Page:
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National radio personality Jim Ameche (center) helped WJBC Radio inaugurate its new transmitter building, new pylon antenna, and other capital upgrades by serving as master of ceremonies for a three-hour variety show, aired December 7, 1949.
Opened in December 1898, the Coliseum was a field house-type structure with phenomenal acoustics. It hosted everything from famed sopranos to Jazz Age dance bands. Interestingly, the old Coliseum stood directly across Front Street from the “new” (now 10-years old) U.S. Cellular Coliseum.
Ralph G. Blue (right) and Harold Davis (with clipboard) weigh steers using a scale box. They’re seen here in early July 1957 at Frank Simpson’s feedlot outside of Farmer City in DeWitt County.
These unidentified boys are seen here a few days before Independence Day 1957, hanging out at Miller Park on Bloomington’s west side.
These 12- to 16-year-olds played American Legion ball sponsored by the local Louis E. Davis Post. They’re posing here on Illinois Wesleyan University grounds. That’s the Van Leer Memorial Chime Tower at Broadview Mansion looming in the background.
The view here is from the corner of Madison and Monroe streets, downtown Bloomington, looking southwest. That’s the fifth jail in McLean County’s history.
In July 1937, a group of Bloomington businessmen purchased the old post office building and then razed the post office in order to build Bloomington’s first fireproof automobile garage. The Auto Hotel opened in late June 1938.
The McLean County Museum of History has surpassed its $3 million campaign goal to fund significant improvements including a new permanent exhibit and Museum-wide technology upgrades. Campaign Co-Chair and Board President Carolyn Yockey made the announcement Thursday, June 16, 2016 during the Museum’s annual meeting and History Makers Gala. The Extending Excellence campaign has secured $3.36 million in pledges. New exhibits and programs will continue to roll out through 2019.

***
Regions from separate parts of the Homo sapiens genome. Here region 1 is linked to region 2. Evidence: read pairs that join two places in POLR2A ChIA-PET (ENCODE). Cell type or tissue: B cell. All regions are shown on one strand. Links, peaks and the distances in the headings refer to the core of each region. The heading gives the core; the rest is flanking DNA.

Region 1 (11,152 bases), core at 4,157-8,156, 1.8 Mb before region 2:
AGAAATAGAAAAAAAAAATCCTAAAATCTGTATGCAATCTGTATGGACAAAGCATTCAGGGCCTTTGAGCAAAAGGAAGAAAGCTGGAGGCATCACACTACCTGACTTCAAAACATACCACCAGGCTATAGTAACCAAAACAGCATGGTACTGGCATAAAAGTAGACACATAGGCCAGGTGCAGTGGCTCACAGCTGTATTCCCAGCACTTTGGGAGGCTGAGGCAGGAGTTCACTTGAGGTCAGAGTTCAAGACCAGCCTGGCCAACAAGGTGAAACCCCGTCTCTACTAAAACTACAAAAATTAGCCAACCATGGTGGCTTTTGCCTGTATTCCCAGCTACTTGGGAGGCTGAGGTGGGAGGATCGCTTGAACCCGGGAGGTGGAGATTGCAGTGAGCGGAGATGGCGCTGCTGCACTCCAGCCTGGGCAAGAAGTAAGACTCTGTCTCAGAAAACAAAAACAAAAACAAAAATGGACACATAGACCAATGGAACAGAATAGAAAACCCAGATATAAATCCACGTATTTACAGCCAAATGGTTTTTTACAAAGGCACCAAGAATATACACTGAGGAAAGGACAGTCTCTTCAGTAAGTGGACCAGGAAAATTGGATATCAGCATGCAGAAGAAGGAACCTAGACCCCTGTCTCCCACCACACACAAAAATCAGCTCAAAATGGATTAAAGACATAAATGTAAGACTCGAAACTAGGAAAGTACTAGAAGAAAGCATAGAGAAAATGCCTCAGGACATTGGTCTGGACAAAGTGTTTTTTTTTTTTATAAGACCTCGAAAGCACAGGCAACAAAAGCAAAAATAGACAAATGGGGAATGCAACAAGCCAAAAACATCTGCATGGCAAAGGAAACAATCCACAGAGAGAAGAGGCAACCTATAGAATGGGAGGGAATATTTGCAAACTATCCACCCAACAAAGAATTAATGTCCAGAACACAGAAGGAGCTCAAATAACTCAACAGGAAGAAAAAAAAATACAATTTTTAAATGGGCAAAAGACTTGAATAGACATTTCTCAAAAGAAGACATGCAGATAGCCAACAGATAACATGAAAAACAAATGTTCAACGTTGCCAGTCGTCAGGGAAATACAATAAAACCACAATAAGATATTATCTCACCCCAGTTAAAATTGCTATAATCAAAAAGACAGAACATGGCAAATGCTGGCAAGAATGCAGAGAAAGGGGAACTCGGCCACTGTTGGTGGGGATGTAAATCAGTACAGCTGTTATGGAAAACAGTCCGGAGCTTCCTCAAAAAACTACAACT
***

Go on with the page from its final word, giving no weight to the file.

Volunteers for this wartime home front program pledged 150 hours or more annually for non-technical nursing at stateside military and civilian hospitals. More than 200,000 women served in the Red Cross Nurse’s Aide Corps. Unfortunately, no one is identified.
The Knights of Pythias, a fraternal society organized in the 1860s, maintained a Bloomington chapter for more than a century. Seen here are unidentified members of Damon Lodge No. 10. Although this photograph is undated, research tells us that the local Pythians celebrated their 64th anniversary in Bloomington on February 19, 1934.
This beautiful wedding gown was recently donated to the museum. First worn in 1904, it was subsequently worn by 10 brides – all descendants of the original wearer, Miss Alice Myrtle Abbott.
In this June 1990 scene, Ironworkers Mike Wallace and Chris Bomen shake hands in front of an American flag displayed on the last steel beam secured on a five-story addition for Brokaw Hospital.
In September 1953, Adlai E. Stevenson (right) spent five days in Bloomington, his boyhood home, visiting friends and family. Earlier this week we posted another photo from this visit.
For nearly of four decades Bloomington fielded a team in the Illinois-Indiana-Iowa League. In 1913, the Bloomers finished a disappointing seventh in the eight-team league.
This is a photo of one of Duke Ellington’s many visits to this stretch of Central Illinois. Ellington and his orchestra performed at the Elks Country Club in Pontiac in June 1957.
Thanks to Mary Jennings Arbogast and her husband Dan, as well as Darlene Coleman, for assisting the museum in determining that these photographs show the Thomas Metcalf School fifth grade class, circa 1946. They also helped us identify many of the students and the teacher, Christine Thoene. Mary Jennings (Arbogast) is shown in the second photograph, front of the table, left side.
Franklin D. Roosevelt died on April 12, 1945, early in his fourth term as U.S. president. In response, Illinois Gov. Dwight H. Green ordered flags at all public buildings set at half staff for thirty days. Seen here is the flag in front of Old Main on the Illinois State Normal University campus a day or two after Green’s order.
Established in 1918, the McLean County Home for Colored Children was located on the 1200 block of W. Moulton St. In the late 1960s, the Booker T. Washington Home merged with the Lucy Orme Morgan Home, a group home for white girls.